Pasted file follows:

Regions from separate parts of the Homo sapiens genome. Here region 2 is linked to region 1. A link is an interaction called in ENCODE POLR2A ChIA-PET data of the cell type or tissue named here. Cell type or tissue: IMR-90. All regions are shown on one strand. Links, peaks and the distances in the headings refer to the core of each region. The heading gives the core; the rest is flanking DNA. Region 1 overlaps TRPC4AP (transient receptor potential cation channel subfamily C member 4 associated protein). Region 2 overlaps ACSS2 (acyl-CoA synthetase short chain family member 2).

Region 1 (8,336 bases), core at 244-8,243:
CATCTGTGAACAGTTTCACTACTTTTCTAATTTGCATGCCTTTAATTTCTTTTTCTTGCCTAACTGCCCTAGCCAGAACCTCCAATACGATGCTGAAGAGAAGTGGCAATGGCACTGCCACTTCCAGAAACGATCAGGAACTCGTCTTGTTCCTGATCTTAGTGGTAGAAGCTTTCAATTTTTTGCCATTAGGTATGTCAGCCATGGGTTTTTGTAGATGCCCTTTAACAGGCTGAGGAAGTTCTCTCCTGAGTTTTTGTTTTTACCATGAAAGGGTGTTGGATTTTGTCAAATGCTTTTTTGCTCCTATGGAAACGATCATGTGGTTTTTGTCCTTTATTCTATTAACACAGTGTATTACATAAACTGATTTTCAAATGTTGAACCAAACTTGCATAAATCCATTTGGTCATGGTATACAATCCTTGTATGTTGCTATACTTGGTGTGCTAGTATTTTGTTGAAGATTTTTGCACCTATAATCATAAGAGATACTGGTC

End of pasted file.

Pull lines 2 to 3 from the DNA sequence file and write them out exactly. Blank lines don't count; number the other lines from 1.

Region 1 (8,336 bases), core at 244-8,243:
CATCTGTGAACAGTTTCACTACTTTTCTAATTTGCATGCCTTTAATTTCTTTTTCTTGCCTAACTGCCCTAGCCAGAACCTCCAATACGATGCTGAAGAGAAGTGGCAATGGCACTGCCACTTCCAGAAACGATCAGGAACTCGTCTTGTTCCTGATCTTAGTGGTAGAAGCTTTCAATTTTTTGCCATTAGGTATGTCAGCCATGGGTTTTTGTAGATGCCCTTTAACAGGCTGAGGAAGTTCTCTCCTGAGTTTTTGTTTTTACCATGAAAGGGTGTTGGATTTTGTCAAATGCTTTTTTGCTCCTATGGAAACGATCATGTGGTTTTTGTCCTTTATTCTATTAACACAGTGTATTACATAAACTGATTTTCAAATGTTGAACCAAACTTGCATAAATCCATTTGGTCATGGTATACAATCCTTGTATGTTGCTATACTTGGTGTGCTAGTATTTTGTTGAAGATTTTTGCACCTATAATCATAAGAGATACTGGTC